by C. Elkins, OK Math and Reading Lady
Starting in 3rd grade, students start building understanding about adding and subtracting fractions by composing and decomposing simple fractions using concrete and visual models. Composing: 1/4 and 3/4 combine to make 4/4 (whole). Decomposing: 8/8 is made up of 2/8 and 6/8. In fourth grade, students begin to add and subtract fractions with like denominators, but should still be utilizing models, drawings, and number lines to illustrate and simplify. In fifth grade, students are expected to add and subtract fractions of all types (proper, improper, with unlike denominators, etc.).
With a firm foundation of composing and decomposing, partitioning, comparing, naming equivalent fractions, and understanding the relationship between certain fractions (such as halves / fourths / eighths / sixteenths; and thirds / ninths / sixths / twelfths; or fifths / tenths), then students are more prepared to perform operations with fractions. Here’s a great resource by Donna Boucher at Math Coach’s Corner: Composing and Decomposing Fractions activity on TPT ($6)
Estimating: This is an important part of operations with fractions. Do you expect your answer to be less than 1/2, more than 1/2, more than 1? How do you know? If I was adding 8/9 + 11/12, my answer should be about _____? It should be slightly less than 2 because both of these fractions are almost 1.
If I am adding 4/6 and 6/8, my answer should be more than 1 because each of these fractions are greater than 1/2.
Different strategies: There are many “tricks” or shortcuts available to show students how to quickly add, subtract, or multiply fractions. I believe these shortcuts are only useful after a students has a strong understanding of why and how to find a common denominator and equivalent fraction. These shortcuts do not help build conceptual understanding of fractions. I will focus on ways to understand the why using visual and pictorial models. Get your FREE copy of the following guides by clicking HERE. Continue reading
by C. Elkins, OK Math and Reading Lady
This is part 5 of a series of fractions posts. Thanks for sticking around! Through explorations with fraction manipulatives, pictures, and drawings, we hope students begin to notice there may be different ways to express the same area using fractional terms. To cut a sandwich into halves and eat one of the halves is the same as cutting the same sandwich into fourths and eating two of the fourths. Read on for several freebies about equivalent fractions.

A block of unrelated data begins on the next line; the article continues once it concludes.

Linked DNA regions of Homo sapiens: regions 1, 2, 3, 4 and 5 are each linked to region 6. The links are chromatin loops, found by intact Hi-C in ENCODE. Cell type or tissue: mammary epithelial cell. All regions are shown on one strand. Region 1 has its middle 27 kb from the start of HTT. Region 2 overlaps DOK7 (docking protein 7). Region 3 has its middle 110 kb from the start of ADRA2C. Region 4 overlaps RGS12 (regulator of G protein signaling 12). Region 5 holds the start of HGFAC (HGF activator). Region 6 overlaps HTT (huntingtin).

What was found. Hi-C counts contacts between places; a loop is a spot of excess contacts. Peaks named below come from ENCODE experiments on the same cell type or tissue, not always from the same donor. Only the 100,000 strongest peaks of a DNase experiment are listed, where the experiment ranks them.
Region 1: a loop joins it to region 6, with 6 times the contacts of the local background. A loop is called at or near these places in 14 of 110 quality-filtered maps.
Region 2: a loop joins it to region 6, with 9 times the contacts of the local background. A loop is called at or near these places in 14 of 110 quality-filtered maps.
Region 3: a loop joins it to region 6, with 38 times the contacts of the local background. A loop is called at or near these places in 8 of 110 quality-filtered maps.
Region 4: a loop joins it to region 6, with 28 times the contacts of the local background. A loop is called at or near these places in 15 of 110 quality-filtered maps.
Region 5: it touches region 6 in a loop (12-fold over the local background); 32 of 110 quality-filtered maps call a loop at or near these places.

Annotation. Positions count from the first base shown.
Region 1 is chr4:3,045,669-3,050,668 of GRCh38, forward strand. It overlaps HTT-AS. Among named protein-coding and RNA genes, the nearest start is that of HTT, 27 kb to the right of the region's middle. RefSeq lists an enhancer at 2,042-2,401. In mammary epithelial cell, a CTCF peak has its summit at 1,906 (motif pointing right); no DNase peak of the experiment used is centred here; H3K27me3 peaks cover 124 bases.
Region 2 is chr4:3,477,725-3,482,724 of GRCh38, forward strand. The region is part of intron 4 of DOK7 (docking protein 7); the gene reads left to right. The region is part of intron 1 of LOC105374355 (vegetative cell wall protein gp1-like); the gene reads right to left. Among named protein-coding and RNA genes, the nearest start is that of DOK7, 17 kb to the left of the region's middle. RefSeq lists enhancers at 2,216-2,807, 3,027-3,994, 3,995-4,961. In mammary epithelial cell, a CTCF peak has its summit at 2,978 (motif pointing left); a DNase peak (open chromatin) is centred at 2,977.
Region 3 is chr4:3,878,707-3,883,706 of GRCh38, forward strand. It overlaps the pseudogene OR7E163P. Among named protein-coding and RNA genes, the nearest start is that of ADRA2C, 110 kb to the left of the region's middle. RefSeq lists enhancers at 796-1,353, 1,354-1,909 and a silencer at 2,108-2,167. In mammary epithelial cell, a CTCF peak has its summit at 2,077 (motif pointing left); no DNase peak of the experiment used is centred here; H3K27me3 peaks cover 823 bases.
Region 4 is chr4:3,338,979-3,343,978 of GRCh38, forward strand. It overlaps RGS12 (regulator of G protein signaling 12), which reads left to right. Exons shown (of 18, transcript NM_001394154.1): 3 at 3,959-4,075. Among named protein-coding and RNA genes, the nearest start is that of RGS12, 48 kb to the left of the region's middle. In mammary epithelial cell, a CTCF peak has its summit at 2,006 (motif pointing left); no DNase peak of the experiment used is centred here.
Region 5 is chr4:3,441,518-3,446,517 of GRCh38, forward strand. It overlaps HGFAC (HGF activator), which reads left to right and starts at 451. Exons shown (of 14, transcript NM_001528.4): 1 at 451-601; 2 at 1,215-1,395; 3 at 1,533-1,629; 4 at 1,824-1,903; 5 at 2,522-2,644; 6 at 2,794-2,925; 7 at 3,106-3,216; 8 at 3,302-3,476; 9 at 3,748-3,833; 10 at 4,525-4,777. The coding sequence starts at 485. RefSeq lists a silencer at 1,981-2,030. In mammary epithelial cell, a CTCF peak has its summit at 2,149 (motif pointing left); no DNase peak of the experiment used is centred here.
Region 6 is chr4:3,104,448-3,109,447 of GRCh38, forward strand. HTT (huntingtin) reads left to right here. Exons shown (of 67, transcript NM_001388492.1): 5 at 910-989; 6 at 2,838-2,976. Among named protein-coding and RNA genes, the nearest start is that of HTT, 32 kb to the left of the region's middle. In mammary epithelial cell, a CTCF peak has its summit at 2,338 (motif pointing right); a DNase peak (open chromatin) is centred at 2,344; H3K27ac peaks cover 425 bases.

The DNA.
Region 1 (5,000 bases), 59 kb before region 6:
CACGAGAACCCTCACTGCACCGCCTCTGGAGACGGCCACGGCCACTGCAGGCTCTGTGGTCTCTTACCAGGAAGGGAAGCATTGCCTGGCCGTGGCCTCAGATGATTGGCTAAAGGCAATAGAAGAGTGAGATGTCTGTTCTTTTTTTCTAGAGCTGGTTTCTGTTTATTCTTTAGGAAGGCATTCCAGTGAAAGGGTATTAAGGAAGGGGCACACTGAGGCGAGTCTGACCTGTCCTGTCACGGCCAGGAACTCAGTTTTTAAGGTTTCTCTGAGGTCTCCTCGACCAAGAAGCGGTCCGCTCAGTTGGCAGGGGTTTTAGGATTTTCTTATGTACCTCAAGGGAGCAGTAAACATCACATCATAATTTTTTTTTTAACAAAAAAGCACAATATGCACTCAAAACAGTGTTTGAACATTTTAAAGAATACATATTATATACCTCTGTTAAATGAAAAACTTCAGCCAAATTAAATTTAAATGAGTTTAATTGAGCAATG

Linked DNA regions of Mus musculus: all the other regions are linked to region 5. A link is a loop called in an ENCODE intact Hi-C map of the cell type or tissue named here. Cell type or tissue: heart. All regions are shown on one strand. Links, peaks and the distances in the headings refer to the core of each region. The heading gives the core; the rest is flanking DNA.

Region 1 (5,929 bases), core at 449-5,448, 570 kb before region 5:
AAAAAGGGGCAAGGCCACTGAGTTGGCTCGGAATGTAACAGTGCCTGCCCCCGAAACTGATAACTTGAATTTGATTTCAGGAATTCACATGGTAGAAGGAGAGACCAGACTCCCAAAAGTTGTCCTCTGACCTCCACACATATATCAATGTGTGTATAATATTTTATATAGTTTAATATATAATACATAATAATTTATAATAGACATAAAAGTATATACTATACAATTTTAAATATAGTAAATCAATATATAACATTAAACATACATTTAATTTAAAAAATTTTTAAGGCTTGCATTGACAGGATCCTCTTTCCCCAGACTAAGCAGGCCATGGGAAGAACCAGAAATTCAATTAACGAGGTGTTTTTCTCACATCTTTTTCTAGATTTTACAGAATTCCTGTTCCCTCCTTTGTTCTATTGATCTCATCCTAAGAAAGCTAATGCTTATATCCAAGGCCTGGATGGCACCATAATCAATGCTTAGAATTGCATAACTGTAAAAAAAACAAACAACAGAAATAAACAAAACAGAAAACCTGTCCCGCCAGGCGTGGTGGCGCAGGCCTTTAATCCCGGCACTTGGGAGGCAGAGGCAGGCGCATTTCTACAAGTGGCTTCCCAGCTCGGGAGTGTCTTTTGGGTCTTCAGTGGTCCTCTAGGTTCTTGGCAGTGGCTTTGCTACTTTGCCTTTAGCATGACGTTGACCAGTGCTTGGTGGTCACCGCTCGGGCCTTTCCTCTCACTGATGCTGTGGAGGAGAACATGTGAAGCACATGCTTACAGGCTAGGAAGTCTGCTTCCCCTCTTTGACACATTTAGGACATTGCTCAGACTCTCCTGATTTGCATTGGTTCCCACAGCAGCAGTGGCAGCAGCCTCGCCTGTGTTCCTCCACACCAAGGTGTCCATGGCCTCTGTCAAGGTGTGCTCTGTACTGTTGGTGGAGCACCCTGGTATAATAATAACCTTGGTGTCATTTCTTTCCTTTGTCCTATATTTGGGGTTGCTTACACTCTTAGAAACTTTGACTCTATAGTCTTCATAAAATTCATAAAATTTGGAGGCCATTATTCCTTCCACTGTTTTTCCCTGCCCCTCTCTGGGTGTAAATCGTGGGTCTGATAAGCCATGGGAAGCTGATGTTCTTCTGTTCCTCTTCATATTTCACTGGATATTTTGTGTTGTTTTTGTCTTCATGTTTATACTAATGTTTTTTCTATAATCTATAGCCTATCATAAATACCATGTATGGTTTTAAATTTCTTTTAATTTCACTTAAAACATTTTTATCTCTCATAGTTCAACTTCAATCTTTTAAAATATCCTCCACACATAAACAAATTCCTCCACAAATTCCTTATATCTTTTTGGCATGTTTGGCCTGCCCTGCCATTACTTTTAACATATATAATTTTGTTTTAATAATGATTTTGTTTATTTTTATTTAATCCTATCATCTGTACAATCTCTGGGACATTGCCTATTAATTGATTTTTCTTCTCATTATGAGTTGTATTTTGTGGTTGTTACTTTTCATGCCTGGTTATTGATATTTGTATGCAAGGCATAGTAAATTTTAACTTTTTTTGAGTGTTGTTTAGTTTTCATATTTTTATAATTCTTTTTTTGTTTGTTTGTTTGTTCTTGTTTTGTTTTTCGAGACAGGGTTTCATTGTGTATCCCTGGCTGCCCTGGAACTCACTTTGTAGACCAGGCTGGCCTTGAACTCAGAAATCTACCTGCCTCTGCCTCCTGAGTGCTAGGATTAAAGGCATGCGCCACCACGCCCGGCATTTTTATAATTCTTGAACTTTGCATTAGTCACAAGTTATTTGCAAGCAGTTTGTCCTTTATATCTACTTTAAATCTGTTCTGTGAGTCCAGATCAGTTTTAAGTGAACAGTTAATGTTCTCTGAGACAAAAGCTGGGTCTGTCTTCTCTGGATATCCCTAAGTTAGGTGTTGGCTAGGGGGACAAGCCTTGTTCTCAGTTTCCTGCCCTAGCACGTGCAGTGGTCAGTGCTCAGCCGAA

Students can gain experience finding equivalent fractions using models in several ways: Fraction strips, area models, set models, bar / length models, and number lines. Then with a strong understanding using concrete and pictorial models, the student is ready to apply paper-pencil methods to name equivalent fractions. But remember to use the same size whole: As in this picture using pattern blocks, 2/3 of a trapezoid is NOT the same as 2/3 of a hexagon.
Fraction Strips: If you don’t have sets of fraction strips, here is a free resource Fraction, decimal and percent strips charts via Kim Tran (TPT). Commercially available strips are also nice. But, with some 1″ strips of construction paper, students can create their own and probably learn a lot about the relationship between halves, fourths, and eighths as well as thirds, sixths, and twelfths in the process of partitioning and cutting them.
TIP: Make sure students know how to read a fraction strip chart. A couple of years ago I was working with a third grade class and assumed they could readily see that 5/10 was equivalent to 1/2. But after confusing looks, I realized that I needed to physically show them how to follow a line vertically down the chart to find other fractions that were in line (by placing a ruler or long pencil along the vertical line). Another example. “To find another fraction equivalent to 1/3, find the line at the end of the 1/3 section and trace it vertically down the page to see if there are other fractions that stop along that same line. You should see in the sixth’s line that 2/6 lines up, and in the ninth’s line that 3/9 lines up and in the twelfths line that 4/12 lines up.”
After cutting and labeling strips, then explore equivalent fractions (those with the same size length). Students should be able to generalize that different fractions can used to represent the same area.
Area models: By covering or partitioning shapes, students should notice that even though the same area is covered or shaded, the number and size of the parts can change. Continue reading